Why Raising Your Prices Won't Kill Your Business

Posted by David Chism | Mon, Jul 23, 2012

 Why Raising Your Prices Won't Kill Your Business
Your prices are too high!” Ever heard that before? I think con­sumers are born with this phrase engraved into their brains. No mat­ter what busi­ness you are in, peo­ple will always tell you that your prices are high. I’ve almost nev­er heard, Wow! Your prices are very cheap.” Have you? If you have, raise them now, and then keep read­ing this post. I was recent­ly talk­ing to a friend of mine who runs a great paint­ing busi­ness in the Chica­go area. He was hav­ing a friend­ly con­ver­sa­tion with one of his com­peti­tors who told him what he was bid­ding his paint jobs at: $32 an hour. My friend asked what he was pay­ing his painters. The top painter was get­ting $25 an hour and the low­est paid guy $17. After a minute my friend said, You aren’t mak­ing any mon­ey are you?” The com­peti­tor said that on the high­est paid employ­ee, he does­n’t make a pen­ny, and he earns around $7 an hour on the low­est paid per­son. That means he is run­ning a busi­ness mak­ing lit­tle or no prof­it. Does he real­ly want all the stress of run­ning a busi­ness (i.e. over­head, trucks, gas, pay­roll, work­er’s comp, OSHA, sched­ul­ing and a hun­dred oth­er man­age­ment tasks) when he is not mak­ing mon­ey? But he had been told by poten­tial cus­tomers that his prices are high and that his main com­peti­tors are charg­ing even less! So what is a small busi­ness own­er to do? Raise the price! Anoth­er Les­son from my Dad Most of what I’ve learned in the busi­ness world is from grow­ing up in a small-busi­ness fam­i­ly. My dad is my role mod­el. He’s always done an incred­i­ble job run­ning his paint­ing com­pa­ny. He’s oper­at­ed with no busi­ness debt and made many deci­sions that ben­e­fit his com­pa­ny and his cus­tomers. One les­son I’ve learned from him is that rais­ing your price won’t kill your busi­ness. My dad told me that at one point in his busi­ness, he real­ized he was not mak­ing much mon­ey. He ran the num­bers and saw that he was clos­ing about 35% of his leads. He had been told his prices were high, which pro­vid­ed a lot of head trash for him to sort through. After work­ing with some busi­ness coach­es and his accoun­tant, he decid­ed to raise his price, not low­er it. How much did he raise the sell­ing price? $10 an hour. In the paint­ing indus­try, it is a huge leap of faith to bump your price up so much. He kept on esti­mat­ing and sell­ing jobs and then ran the num­bers again. His clos­ing ratio was still at 35%*. It did not drop, but now he was final­ly mak­ing some mon­ey. He real­ized that peo­ple will always tell you your price is too high, and he decid­ed he would not let that both­er him. He knew he was pro­vid­ing excep­tion­al val­ue and set him­self up as the Nord­strom of painters.” He began to make fur­ther changes in his busi­ness to make sure that his cus­tomers felt his prices would get them the val­ue they were expect­ing. Stay Com­petitve Rais­ing your prices is nec­es­sary for many of you read­ing this post. There may be a few of you who have a dif­fer­ent busi­ness mod­el. Maybe you are going after a type of audi­ence that is mid­dle or low­er-mid­dle class and you have to do a lot of vol­ume. If that is the case, some­times the low­er price niche works. I do have a client who runs a pro­fes­sion­al and inex­pen­sive paint­ing busi­ness. He has to sell A LOT of paint jobs to make it. For most of you who are going after the high­er-end mar­ket and offer­ing excep­tion­al ser­vices, set your­self up as the leader in your indus­try. Look at your busi­ness as a whole and make sure you not only raise your prices but exceed your cus­tomer’s expec­ta­tions. Make them know, with­out a doubt, that they picked the best. *Side note about my dad’s clos­ing ratio of 35%. Clos­ing ratios take into account what jobs you pre­qual­i­fy. In oth­er words, some com­pa­nies will pre­qual­i­fy a prospect and deem that per­son as not a good fit and will not pur­sue an appoint­ment. My dad, back in the ear­li­er days did not do a lot of pre­qual­i­fy­ing his prospects, which is why his clos­ing ratio was 35%. It would have been much high­er if he cut out some of the shop­pers. If you do pre­qual­i­fy your prospects, and are good at sales, a good bench­mark should be close to 50%+.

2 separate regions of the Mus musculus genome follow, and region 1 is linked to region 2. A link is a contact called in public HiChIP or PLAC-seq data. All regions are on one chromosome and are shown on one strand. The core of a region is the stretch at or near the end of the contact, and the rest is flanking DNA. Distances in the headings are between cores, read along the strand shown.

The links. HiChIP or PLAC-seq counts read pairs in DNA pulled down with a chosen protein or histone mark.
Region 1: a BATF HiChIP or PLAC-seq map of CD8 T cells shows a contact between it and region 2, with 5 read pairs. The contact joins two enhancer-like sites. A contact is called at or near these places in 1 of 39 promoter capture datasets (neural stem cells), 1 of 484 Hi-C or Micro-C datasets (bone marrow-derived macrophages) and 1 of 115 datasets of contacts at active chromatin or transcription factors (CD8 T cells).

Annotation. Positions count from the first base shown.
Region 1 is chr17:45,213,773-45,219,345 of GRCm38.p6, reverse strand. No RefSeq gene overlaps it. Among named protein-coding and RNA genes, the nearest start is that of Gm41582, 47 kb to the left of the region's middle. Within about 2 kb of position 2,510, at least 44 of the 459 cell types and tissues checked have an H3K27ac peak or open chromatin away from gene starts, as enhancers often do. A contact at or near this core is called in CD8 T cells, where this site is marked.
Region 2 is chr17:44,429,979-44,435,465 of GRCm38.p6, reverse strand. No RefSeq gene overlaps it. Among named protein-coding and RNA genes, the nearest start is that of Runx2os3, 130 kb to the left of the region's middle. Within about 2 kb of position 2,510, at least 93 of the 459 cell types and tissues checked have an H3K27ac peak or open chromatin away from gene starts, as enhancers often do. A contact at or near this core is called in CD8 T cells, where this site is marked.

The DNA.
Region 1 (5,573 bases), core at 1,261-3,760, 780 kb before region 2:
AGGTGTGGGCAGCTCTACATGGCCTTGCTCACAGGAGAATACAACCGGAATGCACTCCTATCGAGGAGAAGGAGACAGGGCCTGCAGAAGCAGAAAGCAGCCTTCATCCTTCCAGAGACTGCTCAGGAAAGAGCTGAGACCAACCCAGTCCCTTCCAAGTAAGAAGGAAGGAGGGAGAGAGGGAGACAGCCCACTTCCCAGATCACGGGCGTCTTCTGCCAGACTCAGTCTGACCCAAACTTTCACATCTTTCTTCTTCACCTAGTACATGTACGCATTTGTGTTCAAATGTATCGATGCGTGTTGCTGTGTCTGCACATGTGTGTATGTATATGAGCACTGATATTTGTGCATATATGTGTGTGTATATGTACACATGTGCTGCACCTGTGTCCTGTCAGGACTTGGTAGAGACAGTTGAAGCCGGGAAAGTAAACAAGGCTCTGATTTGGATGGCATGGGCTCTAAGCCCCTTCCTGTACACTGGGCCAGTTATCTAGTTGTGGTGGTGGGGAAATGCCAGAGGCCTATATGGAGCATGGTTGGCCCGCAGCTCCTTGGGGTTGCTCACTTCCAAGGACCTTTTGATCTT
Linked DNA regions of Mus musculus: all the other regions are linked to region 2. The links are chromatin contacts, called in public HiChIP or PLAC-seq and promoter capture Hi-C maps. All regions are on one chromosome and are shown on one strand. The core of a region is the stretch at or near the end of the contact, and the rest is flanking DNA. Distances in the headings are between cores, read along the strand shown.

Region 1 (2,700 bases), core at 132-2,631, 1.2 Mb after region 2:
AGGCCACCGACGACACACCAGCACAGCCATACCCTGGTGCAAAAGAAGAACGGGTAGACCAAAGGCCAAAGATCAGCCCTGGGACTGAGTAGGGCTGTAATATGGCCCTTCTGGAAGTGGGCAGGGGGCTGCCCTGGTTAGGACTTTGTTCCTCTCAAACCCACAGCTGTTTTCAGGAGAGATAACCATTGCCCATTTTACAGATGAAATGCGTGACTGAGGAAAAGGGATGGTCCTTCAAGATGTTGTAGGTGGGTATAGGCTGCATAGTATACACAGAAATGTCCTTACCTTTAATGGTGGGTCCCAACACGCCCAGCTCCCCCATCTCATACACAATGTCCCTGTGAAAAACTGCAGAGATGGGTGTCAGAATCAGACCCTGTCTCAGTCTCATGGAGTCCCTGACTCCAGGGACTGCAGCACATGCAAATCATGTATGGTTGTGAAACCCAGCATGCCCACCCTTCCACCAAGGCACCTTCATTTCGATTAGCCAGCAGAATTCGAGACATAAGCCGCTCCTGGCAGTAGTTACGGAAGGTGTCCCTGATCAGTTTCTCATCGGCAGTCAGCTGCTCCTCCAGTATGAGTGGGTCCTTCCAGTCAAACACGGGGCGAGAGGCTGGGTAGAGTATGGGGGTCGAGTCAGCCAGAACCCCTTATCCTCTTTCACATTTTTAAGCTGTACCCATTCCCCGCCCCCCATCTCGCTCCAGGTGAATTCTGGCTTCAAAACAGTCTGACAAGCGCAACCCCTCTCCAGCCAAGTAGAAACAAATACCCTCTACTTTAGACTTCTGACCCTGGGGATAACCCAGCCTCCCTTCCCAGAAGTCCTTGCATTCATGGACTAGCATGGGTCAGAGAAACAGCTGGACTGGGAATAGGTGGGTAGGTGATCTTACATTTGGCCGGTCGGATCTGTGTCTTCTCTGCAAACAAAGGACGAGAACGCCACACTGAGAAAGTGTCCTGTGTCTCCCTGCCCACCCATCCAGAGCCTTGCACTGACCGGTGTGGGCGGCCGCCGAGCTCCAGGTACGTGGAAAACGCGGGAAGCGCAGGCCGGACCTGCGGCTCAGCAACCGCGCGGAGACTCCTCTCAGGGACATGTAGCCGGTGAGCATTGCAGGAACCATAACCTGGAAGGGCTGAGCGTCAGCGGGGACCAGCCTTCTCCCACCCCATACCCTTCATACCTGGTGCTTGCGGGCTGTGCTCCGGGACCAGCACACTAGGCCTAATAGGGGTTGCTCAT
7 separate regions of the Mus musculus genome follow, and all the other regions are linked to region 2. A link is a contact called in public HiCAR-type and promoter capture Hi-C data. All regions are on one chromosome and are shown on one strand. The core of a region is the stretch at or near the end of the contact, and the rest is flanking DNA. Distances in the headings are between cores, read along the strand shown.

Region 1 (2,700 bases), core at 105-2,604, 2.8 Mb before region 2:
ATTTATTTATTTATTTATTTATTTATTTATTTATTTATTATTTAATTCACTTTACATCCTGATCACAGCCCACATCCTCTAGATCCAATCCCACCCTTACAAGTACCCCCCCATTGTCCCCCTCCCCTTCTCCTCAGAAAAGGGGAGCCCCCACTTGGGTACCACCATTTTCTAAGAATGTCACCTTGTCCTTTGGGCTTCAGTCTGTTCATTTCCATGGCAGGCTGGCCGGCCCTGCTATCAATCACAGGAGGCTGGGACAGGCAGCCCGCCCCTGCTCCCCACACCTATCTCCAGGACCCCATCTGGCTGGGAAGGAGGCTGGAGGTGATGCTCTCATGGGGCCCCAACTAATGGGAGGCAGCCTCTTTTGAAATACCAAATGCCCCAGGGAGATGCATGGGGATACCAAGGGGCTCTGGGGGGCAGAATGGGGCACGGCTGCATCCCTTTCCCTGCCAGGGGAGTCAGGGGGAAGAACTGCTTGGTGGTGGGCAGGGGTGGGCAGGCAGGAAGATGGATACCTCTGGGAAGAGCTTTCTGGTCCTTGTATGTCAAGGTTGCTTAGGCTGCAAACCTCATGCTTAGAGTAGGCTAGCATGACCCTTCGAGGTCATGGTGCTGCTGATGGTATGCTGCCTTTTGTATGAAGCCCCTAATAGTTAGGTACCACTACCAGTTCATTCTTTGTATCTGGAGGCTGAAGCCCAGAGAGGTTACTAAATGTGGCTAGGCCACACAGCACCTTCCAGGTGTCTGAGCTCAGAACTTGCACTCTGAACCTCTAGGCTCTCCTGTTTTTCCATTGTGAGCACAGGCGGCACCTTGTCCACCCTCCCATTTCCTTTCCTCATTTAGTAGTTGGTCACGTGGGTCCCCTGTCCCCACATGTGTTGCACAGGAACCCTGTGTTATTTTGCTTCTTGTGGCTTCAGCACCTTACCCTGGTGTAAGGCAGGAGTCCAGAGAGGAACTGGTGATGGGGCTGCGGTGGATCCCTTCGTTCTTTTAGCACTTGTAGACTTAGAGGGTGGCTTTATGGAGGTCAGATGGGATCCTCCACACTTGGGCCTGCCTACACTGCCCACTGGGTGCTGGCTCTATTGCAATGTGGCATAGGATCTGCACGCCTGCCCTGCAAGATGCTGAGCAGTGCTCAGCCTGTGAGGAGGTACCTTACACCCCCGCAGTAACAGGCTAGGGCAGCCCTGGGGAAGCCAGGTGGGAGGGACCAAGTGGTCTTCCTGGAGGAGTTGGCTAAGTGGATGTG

About David Chism

David Chism started his business out of a passion for helping small contracting businesses grow, be more profitable and become better known to their target clients. One lifelong hobby of David is using techie gadgets. So this blog is a place where he writes about technology, marketing ideas, just for fun (humor), personal thoughts on small business and more.


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